The Gold Ribbed Hare’s Ear

by Jonathan on June 29, 2007

The Gold Ribbed Hare’s Ear has been in use by the river fly fishers, in smaller sizes, for many years but without the gold bead head. In the early 1970s that renowned Rutland fly fisher, John Wadham, brought this fly back into prominence. He fished the reservoir with the fly in larger sizes with a gold bead head, gold lurex rib and the hair teased out to give a shaggy appearance. He was so successful that it became a firm favourite of the day and, unlike so many others, it is just as popular today. It is an excellent fly for trout, grayling and chub.

It is not a difficult fly to tie but you must ‘ rough up ‘ the body with your Velcro stick to make it look scruffy.

 

The Dressing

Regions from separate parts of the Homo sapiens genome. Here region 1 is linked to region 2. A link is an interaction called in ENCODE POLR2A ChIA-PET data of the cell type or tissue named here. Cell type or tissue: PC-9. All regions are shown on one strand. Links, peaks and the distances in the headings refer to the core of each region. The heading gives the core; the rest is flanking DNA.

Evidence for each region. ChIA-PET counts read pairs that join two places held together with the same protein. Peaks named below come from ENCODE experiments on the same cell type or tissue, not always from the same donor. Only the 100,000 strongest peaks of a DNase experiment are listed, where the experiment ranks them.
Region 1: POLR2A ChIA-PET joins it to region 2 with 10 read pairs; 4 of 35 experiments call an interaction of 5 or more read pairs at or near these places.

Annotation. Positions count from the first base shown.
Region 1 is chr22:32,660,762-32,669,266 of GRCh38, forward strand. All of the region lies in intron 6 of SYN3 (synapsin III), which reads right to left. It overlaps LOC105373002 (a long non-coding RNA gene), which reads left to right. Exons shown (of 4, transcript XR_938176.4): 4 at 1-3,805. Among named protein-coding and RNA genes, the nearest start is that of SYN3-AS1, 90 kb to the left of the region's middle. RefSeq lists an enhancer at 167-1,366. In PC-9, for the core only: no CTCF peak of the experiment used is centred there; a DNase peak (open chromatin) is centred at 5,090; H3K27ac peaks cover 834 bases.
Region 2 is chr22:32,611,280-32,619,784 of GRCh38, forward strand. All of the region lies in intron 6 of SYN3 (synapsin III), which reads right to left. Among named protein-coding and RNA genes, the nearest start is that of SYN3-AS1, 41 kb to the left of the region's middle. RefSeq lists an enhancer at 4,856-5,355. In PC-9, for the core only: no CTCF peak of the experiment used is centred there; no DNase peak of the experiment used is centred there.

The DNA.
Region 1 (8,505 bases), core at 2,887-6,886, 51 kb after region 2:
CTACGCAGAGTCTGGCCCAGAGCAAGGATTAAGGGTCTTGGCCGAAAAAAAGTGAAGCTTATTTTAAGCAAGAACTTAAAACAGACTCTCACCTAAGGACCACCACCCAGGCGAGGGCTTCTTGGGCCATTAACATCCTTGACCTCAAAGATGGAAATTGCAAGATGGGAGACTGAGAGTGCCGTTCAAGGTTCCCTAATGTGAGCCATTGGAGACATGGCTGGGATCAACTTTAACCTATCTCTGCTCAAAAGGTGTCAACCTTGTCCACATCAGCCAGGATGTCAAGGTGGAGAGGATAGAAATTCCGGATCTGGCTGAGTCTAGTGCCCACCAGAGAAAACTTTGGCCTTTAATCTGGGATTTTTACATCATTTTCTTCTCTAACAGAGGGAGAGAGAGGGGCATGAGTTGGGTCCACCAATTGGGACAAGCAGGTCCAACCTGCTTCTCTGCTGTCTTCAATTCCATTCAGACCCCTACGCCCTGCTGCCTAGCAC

• Hook Wet fly sizes 10, 12, and 14.
  • Thread Brown
  • Head Gold bead or tungsten to suit hook size.
  • Tail Brown cock hackle fibres.
  • Body Hare/rabbit body fur. Natural possum fur.
  • Rib Gold oval medium or gold lurex. 

 

Happy Tying !!

David Cammiss

 

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Can anyone help a beginner and recommend a river fly? - Fly Fishing Forums
January 17, 2012 at 11:40 am

{ 19 comments… read them below or add one }

Seumas January 2, 2011 at 8:44 pm

Hi David. Got a tying kit from my wife at Xmas and made an attempt at this (among some others). Went out today and caught my first rainbow on my own fly. What a buzz! Many thanks.

steve poor March 22, 2010 at 7:56 pm

hi david